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East Village Bar Wants Cuomo to Roll Back ‘Unfair’ Food Mandate

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The owner is circulating a petition in favor of the repeal with over 2,000 signatures

New York Gov. Andrew Cuomo speaks during the daily media briefing at the Office of the Governor of the State of New York on July 23, 2020 in New York City.
Gov. Andrew Cuomo at a recent press conference
Photo by Jeenah Moon/Getty Images

One East Village bar owner is so fed up with Gov. Andrew Cuomo’s recent ruling that bars have to serve a substantial amount of food with alcohol that she launched a petition last week to demand for Cuomo to reverse the order. As of Monday afternoon, the petition had received over 2,100 signatures.

The owner, Abby Ehmann of neighborhood dive bar Lucky in the East Village, started the petition because she felt “obligated to say something,” Ehmann tells Eater. “It’s an unfair law.” The New York Daily News first reported on Ehmann’s petition.

In her petition, Ehmann advocates for a repeal of the new food order, arguing that it’s “classist,” as it forces her customers to spend substantially more money than normal to get a beer. She also says that it’s not clear what bearing the rule has on the public’s health safety related to the pandemic. “Forcing [customers] to order food has nothing to do with safety, nothing to do with health — just nothing,” Ehmann says.

Instead, Ehmann is advocating for a new “seating not eating” rule that would stipulate that customers must be able to sit down while at the bar, potentially preventing large groups from standing around and openly drinking.

“Rather than legislating what customers must order, I believe it would be safer and smarter to require customers be seated while consuming whatever they want,” Ehmann writes in the petition. “If no standing is allowed, the possibility of overcrowding is eliminated.”

The State Liquor Authority has a longstanding rule that bars must serve food on their premises, but Cuomo doubled down and expanded the mandate in July. Bars participating in outdoor dining must offer customers a “sit-down experience,” according to the governor’s office, complete with full dishes of food — not “Cuomo chips” or other small bar snacks.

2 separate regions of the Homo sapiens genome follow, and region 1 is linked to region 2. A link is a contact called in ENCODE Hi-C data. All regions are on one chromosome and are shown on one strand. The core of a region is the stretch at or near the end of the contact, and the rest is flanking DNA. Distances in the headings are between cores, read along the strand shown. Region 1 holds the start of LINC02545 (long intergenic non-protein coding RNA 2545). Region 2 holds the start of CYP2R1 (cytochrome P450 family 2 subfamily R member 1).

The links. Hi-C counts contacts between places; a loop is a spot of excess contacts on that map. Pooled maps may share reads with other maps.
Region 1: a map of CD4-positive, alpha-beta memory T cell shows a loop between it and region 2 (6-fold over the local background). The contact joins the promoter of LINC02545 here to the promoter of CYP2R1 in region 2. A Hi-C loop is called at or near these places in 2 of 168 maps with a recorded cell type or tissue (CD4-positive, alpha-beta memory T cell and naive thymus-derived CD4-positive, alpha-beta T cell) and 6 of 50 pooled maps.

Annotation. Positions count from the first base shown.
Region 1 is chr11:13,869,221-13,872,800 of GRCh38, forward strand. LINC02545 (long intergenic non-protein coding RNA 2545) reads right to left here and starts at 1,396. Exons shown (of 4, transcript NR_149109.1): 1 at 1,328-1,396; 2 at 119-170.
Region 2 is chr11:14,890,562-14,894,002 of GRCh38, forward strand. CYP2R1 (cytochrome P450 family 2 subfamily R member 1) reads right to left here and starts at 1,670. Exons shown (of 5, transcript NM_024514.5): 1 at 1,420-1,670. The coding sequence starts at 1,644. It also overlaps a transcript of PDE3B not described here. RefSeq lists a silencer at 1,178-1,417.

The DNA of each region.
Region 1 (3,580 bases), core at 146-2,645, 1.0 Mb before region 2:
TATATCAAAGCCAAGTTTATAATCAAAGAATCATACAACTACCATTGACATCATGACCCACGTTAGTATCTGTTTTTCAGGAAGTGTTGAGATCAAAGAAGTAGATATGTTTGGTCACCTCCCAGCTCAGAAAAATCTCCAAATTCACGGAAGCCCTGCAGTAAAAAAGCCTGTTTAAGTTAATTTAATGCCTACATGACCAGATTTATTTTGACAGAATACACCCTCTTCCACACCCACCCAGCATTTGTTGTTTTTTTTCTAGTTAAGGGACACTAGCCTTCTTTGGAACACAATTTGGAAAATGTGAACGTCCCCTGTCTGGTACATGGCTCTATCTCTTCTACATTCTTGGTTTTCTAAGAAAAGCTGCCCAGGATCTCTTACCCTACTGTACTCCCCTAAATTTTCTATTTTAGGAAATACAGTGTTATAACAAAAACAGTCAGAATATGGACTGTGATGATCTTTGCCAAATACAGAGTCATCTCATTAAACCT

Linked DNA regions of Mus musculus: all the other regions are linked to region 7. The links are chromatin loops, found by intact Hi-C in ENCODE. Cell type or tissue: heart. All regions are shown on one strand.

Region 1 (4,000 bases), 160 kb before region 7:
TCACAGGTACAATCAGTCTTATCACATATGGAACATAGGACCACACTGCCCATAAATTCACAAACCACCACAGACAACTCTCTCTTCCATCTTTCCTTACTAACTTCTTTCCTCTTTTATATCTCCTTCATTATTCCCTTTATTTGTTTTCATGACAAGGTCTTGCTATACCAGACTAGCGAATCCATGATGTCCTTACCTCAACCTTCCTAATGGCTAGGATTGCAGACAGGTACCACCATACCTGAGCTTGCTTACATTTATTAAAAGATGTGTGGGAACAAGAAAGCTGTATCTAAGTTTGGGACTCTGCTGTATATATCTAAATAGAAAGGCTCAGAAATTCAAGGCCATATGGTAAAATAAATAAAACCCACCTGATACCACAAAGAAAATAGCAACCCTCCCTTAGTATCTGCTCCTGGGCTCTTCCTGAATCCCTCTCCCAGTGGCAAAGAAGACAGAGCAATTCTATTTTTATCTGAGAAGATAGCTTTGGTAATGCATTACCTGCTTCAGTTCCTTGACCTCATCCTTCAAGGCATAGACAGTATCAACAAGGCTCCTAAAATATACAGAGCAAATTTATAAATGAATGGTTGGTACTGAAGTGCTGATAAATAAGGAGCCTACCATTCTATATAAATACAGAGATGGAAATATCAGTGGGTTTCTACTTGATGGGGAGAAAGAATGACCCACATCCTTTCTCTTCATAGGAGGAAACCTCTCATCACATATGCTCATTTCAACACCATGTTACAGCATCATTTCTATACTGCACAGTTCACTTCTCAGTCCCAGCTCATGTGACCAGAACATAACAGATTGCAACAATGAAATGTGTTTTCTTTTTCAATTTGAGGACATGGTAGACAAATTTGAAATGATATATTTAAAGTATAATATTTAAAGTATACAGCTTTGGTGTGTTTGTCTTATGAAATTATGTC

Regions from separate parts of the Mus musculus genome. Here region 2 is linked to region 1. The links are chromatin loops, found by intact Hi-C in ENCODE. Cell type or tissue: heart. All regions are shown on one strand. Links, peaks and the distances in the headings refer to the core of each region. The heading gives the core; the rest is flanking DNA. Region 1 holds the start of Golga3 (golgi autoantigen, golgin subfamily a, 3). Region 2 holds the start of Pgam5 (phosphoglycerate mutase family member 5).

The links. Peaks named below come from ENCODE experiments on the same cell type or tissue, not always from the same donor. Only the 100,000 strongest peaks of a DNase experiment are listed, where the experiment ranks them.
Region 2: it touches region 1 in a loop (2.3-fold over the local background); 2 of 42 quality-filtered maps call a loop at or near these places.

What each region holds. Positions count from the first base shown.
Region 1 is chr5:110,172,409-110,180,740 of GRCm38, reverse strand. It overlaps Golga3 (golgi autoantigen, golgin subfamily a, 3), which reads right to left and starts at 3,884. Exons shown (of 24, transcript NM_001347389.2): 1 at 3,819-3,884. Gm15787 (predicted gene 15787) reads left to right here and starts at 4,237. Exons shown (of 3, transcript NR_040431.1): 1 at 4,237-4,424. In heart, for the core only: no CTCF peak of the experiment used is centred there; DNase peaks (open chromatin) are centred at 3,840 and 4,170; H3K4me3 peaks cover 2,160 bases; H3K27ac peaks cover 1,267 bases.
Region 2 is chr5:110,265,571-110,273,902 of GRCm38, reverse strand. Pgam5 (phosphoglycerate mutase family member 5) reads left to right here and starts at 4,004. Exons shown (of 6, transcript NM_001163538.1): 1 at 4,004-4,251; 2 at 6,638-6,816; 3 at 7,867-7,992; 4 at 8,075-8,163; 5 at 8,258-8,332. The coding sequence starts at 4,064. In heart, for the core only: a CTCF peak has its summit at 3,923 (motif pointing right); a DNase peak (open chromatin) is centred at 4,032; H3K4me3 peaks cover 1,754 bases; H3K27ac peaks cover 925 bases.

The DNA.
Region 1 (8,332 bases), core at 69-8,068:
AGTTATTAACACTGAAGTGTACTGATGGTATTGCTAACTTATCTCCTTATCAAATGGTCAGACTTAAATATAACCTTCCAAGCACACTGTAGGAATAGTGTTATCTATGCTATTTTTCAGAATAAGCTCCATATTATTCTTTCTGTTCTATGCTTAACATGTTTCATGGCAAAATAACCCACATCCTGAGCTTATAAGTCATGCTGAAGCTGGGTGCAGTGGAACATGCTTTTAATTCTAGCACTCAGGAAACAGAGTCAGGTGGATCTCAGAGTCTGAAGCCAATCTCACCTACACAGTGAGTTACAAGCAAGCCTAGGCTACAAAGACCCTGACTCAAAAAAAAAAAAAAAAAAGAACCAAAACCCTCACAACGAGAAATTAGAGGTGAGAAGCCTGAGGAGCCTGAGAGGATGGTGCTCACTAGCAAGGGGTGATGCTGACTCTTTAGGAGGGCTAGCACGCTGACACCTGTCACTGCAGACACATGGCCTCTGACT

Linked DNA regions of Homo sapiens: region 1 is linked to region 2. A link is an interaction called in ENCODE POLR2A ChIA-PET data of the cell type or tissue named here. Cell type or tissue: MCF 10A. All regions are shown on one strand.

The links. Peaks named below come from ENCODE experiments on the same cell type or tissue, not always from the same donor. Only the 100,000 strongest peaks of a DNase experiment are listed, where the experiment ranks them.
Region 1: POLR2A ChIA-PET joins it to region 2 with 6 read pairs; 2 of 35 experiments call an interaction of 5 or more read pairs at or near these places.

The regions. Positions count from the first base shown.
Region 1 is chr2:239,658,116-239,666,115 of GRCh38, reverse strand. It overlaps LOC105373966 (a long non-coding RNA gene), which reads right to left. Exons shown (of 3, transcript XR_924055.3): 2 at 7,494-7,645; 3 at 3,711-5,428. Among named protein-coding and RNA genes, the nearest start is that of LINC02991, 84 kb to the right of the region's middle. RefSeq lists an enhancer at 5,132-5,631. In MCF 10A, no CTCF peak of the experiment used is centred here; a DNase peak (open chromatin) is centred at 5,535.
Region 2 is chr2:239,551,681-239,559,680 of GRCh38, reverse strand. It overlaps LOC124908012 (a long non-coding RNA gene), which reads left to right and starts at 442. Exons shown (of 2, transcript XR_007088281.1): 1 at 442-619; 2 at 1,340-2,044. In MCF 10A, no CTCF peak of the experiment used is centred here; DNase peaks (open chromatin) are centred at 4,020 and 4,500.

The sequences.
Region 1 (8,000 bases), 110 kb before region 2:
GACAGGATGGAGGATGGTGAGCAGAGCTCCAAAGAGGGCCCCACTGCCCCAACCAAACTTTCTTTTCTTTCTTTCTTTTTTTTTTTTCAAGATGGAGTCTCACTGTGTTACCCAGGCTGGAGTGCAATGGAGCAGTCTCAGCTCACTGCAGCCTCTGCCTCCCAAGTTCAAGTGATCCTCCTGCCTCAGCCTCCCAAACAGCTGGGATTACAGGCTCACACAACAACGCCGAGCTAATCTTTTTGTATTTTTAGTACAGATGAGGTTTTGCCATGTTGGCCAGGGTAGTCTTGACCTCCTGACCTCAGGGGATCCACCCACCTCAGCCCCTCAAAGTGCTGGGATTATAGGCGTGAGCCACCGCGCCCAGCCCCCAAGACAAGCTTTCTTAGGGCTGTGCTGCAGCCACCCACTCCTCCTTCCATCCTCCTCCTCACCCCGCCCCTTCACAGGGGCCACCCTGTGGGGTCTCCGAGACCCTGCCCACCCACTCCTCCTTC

Cuomo instituted a three-strike rule for restaurants and bars in light of the new mandates; after three warnings, the state can shut the establishment down for non-compliance. There hasn’t been any instances of an NYC restaurant or bar getting completely shut down yet, although dozens of places have temporarily lost their liquor licenses due to large amounts of crowding in close quarters and other social-distancing violations.

Ehmann herself has not complied with the new law since it was instated in mid-July. In the past, Ehmann received a $2,000 fine from the SLA for not offering food on the bar’s kitchen-less premises — a next-door sandwich shop was selling to Lucky’s customers, but that didn’t count — so Ehmann plugged in a microwave and started selling Hot Pockets. She’s sticking with that, she says, until she racks up multiple strikes and is forced to change her menu.

“We’re an industry that has been hit so hard,” Ehmann says. “Why make it even harder?”

Ehmann says she hasn’t heard from the governor’s office yet in response to the petition, or any other legislators that she addressed with the plea, including State Senator Brad Hoylman and NYC Mayor Bill de Blasio. “Cuomo and de Blasio — despite their pissing contest — neither of them have done enough to support small businesses,” Ehmann says.

Once the petition reaches 5,000 signatures, she says, her lawyer will start contacting the politicians.

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